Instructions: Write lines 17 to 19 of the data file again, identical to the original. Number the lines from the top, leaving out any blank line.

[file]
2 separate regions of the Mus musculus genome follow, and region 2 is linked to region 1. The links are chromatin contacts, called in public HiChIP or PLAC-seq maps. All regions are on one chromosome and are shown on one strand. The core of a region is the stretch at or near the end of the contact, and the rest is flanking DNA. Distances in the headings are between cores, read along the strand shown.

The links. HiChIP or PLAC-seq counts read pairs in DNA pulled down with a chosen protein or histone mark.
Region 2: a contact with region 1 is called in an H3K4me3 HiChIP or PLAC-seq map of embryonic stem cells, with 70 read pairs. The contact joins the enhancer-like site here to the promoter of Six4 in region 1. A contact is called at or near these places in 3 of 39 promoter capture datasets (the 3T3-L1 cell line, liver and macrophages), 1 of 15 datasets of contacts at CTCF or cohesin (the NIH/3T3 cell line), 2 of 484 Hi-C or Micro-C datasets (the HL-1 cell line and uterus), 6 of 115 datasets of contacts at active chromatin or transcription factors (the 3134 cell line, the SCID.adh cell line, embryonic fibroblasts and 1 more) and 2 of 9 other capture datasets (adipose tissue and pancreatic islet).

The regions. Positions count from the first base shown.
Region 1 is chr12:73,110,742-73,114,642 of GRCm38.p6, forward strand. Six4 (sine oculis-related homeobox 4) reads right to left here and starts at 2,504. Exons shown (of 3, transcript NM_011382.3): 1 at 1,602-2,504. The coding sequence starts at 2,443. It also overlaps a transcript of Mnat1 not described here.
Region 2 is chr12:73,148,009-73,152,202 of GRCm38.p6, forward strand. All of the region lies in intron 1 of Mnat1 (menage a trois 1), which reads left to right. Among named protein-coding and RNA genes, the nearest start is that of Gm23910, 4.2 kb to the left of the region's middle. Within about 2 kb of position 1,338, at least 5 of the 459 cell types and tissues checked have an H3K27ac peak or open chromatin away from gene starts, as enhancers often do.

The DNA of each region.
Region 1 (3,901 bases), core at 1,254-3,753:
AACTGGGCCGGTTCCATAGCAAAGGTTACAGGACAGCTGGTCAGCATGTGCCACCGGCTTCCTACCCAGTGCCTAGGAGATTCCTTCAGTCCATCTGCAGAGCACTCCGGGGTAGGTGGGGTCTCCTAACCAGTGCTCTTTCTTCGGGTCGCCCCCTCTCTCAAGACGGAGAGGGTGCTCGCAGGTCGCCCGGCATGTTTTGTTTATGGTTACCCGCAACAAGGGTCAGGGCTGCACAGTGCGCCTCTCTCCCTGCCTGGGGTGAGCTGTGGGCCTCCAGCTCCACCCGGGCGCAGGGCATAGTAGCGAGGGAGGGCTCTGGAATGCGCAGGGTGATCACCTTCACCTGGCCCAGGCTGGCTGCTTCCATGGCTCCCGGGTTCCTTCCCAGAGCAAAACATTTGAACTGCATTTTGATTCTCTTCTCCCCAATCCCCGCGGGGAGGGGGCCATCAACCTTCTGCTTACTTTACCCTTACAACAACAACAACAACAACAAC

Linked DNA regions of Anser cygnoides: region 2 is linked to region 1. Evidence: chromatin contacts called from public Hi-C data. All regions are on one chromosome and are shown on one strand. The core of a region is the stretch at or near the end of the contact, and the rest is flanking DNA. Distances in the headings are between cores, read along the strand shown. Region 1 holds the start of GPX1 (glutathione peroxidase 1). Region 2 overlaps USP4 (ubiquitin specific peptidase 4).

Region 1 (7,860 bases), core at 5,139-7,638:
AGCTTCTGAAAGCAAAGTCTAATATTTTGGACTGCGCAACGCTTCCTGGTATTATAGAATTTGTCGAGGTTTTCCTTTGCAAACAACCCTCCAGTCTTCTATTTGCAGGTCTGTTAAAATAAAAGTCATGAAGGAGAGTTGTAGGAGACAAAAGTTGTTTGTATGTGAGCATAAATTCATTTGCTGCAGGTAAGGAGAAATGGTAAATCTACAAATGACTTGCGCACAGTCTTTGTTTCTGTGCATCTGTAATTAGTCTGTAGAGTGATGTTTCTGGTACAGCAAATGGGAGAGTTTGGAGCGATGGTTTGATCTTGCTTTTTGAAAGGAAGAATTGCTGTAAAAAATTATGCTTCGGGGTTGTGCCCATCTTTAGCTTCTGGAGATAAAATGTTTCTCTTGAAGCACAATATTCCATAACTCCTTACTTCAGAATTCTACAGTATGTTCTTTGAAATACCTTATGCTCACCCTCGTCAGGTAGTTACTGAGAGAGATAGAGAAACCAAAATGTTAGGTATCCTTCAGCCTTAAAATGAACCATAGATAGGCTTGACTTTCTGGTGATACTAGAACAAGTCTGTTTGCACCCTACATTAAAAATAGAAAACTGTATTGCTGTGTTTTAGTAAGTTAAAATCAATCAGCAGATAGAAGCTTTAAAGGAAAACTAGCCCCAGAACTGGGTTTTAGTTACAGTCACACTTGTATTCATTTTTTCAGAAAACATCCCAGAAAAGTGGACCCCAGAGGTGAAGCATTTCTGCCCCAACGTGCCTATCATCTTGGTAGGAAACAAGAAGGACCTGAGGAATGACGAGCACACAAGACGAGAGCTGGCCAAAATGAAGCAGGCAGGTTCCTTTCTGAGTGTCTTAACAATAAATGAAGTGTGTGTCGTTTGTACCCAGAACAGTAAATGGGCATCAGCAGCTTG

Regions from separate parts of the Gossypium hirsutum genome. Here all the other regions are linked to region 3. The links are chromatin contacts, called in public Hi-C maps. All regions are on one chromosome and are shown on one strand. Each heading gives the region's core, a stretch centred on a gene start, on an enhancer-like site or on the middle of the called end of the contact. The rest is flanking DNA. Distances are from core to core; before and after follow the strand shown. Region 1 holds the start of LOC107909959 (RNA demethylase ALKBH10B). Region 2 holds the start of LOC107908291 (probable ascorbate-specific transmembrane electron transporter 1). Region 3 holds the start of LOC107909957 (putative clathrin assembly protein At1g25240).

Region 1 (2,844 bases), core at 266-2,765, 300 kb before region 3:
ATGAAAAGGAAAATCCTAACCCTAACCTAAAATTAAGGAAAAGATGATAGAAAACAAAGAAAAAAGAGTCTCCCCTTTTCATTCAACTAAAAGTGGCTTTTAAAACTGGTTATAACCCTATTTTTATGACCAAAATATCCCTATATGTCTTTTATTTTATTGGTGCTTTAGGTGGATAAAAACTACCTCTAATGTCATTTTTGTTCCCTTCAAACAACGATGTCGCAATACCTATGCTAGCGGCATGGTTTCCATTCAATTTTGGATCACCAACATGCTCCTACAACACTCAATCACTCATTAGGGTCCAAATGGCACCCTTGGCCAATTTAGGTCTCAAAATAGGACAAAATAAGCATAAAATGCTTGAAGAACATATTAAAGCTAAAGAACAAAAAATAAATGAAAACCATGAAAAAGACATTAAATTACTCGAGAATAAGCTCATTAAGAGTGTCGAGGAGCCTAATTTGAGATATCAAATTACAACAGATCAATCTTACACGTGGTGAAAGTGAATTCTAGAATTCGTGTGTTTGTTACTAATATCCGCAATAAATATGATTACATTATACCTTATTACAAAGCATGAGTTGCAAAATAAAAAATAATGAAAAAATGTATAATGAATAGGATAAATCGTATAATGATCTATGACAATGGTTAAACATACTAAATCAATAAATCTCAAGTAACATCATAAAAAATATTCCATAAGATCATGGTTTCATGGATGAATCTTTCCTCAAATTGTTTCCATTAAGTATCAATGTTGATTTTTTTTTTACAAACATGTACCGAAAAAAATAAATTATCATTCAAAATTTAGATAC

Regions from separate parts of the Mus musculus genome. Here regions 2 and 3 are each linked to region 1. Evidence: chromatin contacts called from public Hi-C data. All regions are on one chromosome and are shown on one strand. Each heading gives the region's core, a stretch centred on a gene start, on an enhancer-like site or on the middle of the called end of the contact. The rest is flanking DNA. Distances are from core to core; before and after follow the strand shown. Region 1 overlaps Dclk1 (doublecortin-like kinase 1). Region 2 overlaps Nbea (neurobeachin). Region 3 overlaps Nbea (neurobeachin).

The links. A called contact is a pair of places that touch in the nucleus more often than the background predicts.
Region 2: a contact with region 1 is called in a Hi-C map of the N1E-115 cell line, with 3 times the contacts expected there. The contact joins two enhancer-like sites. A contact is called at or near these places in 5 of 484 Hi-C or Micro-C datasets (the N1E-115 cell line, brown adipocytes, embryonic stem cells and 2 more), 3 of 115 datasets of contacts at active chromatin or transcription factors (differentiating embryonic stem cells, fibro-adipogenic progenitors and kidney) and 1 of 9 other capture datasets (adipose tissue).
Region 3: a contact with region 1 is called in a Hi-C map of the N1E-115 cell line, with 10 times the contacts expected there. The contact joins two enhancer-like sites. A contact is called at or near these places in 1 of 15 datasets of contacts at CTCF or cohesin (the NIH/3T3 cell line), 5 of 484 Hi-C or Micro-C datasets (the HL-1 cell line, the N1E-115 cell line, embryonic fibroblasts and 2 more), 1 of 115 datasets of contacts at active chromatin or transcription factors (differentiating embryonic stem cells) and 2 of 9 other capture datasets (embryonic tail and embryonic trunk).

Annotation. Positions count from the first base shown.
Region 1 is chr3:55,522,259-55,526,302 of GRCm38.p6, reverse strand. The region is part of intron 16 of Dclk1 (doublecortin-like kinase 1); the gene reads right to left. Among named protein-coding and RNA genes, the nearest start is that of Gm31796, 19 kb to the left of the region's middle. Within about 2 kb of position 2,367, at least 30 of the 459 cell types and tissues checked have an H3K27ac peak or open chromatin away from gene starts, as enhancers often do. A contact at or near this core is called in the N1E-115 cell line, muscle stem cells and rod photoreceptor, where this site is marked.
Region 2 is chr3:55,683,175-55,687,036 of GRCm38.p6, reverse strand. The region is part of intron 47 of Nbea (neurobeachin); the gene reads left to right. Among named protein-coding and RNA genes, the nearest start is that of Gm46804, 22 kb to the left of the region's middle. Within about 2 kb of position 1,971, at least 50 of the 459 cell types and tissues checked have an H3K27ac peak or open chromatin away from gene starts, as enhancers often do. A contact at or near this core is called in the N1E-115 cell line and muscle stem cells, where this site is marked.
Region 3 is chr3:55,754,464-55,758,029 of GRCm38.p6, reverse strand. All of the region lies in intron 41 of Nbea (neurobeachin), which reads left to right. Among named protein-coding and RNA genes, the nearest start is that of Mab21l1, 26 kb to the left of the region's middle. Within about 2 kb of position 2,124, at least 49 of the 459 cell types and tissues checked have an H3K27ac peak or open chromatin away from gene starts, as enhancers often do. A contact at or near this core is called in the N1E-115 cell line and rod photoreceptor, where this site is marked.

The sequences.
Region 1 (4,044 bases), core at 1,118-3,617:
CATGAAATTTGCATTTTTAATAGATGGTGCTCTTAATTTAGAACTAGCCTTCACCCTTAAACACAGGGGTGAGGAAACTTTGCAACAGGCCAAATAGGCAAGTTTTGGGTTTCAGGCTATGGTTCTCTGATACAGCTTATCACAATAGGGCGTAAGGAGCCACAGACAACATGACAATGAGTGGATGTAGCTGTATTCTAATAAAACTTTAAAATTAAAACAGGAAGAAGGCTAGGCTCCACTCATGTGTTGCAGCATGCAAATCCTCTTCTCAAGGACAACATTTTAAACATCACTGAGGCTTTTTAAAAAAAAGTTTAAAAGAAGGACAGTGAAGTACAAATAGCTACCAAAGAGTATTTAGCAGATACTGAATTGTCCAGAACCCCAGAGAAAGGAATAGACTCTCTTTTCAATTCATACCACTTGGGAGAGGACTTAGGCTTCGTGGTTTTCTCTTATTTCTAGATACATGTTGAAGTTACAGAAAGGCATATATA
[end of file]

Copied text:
The links. A called contact is a pair of places that touch in the nucleus more often than the background predicts.
Region 2: a contact with region 1 is called in a Hi-C map of the N1E-115 cell line, with 3 times the contacts expected there. The contact joins two enhancer-like sites. A contact is called at or near these places in 5 of 484 Hi-C or Micro-C datasets (the N1E-115 cell line, brown adipocytes, embryonic stem cells and 2 more), 3 of 115 datasets of contacts at active chromatin or transcription factors (differentiating embryonic stem cells, fibro-adipogenic progenitors and kidney) and 1 of 9 other capture datasets (adipose tissue).
Region 3: a contact with region 1 is called in a Hi-C map of the N1E-115 cell line, with 10 times the contacts expected there. The contact joins two enhancer-like sites. A contact is called at or near these places in 1 of 15 datasets of contacts at CTCF or cohesin (the NIH/3T3 cell line), 5 of 484 Hi-C or Micro-C datasets (the HL-1 cell line, the N1E-115 cell line, embryonic fibroblasts and 2 more), 1 of 115 datasets of contacts at active chromatin or transcription factors (differentiating embryonic stem cells) and 2 of 9 other capture datasets (embryonic tail and embryonic trunk).